• The scene does not present further questions or deepen the mystery for the reader.
  • It merely serves as ‘purple prose,’ wordy passages that would look more at home in a poetry book.
  • The scene does not up the ante in that achieving a hero’s goal has not been made more difficult, or the mystery seems more unsolvable.
  • The scene contains inane chit-chat.
  • Insufficient tension or at least conflict within.
  • Look out for issues regarding length of scenes. If there is a string of short scenes one following the other, consider inserting a longer scene within. Vary the length of scenes within the novel.
Creative Writing Tips for Drama

Some scenes are necessary to add logic to the passing of time or space to make the story flow. This is the purpose of segues. Without them, the scenes will jar against each other. An example of a Segue is: ‘We arrived at the shopping mall a little past two. I had missed lunch and I was feeling lightheaded.’

Dramatic Fiction Writing for Pace

Remember that a scene need not be as long as the actual event. A climactic scene that describes an event lasting a mere few minutes can be pages long, such as a plummet down a mountain or a collision. The link will take you to a scene that describes a horrific car crash in my novel, Nora. Here, I have used the senses to bring the reader into the situation.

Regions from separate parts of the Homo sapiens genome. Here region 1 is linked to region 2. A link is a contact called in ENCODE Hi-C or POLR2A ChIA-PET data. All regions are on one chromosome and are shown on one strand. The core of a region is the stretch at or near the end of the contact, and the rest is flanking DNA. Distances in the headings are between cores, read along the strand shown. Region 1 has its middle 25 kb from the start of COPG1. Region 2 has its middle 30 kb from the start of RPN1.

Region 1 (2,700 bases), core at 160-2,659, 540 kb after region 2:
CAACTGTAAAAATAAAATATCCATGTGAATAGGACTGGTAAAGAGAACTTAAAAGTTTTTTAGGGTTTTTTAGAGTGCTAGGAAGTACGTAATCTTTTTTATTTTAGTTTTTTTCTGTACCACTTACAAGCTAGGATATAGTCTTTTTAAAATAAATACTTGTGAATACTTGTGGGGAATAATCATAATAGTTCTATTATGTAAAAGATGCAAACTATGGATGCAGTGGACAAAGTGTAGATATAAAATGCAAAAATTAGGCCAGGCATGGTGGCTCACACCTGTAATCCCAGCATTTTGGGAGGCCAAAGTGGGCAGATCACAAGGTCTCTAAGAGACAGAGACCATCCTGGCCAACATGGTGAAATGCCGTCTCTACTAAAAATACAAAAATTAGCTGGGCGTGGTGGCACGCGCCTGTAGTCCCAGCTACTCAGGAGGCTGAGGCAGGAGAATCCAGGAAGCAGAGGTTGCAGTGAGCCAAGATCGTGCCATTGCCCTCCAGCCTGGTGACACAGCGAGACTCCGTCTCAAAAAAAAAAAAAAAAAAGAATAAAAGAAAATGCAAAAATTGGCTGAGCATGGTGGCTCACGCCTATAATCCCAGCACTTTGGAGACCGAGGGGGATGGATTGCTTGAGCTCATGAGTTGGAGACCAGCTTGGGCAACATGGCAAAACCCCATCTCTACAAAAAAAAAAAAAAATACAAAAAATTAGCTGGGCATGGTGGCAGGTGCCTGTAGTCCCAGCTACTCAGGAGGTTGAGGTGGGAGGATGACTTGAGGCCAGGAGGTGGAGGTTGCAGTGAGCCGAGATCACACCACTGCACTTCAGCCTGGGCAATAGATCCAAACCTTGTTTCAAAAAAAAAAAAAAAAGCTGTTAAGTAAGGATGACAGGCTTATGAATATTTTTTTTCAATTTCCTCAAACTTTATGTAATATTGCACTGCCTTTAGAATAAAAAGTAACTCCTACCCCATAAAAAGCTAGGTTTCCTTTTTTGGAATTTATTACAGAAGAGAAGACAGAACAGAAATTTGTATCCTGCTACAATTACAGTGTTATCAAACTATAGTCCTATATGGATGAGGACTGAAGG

An irrelevant scene that describes a few days passing may consist of a few sentences. Draw out the climaxes, abridge less crucial scenes. Such abridgements give the reader a psychological breather before the next climax. This is known as ‘pace.’

Creating Drama for Novels

Look for opportunities to add contrast and conflict to your scenes. If a scene appears flat, try cutting dialogue to bring out subtext via body language. Could a scene be made more dramatic by combining it with another scene? Could the drama be heightened with a bigger build up? Timing is part of creating drama; delivering the ‘punch line’ too early may kill the effect. Look for ways of bringing more contrast between characters, in motives or beliefs. If they are too much in accordance, widen this difference.

Secrets to Creating Drama in Literature

Scenes that seems to move along in a monotonous fashion probably contains too much of one element and not enough of the others. Take a bigger view to see if there is too much dialogue or descriptive passages in one area. Try contrasting one element against another. Look for idle scenes that add nothing to the story and mercilessly cut them. Look for opportunities to heighten tension by bringing out the subtext via inference. Make character motives more disparate and really milk out those climactic scenes after a suitable buildup. Conflict should be present in some form within every scene within the novel.

Creative Writing Tips for Novels

Developing characters in your novel
Character questionnaire
Great themes for your novel
The perils of passive writing
My novel has died a death
Description of a car crash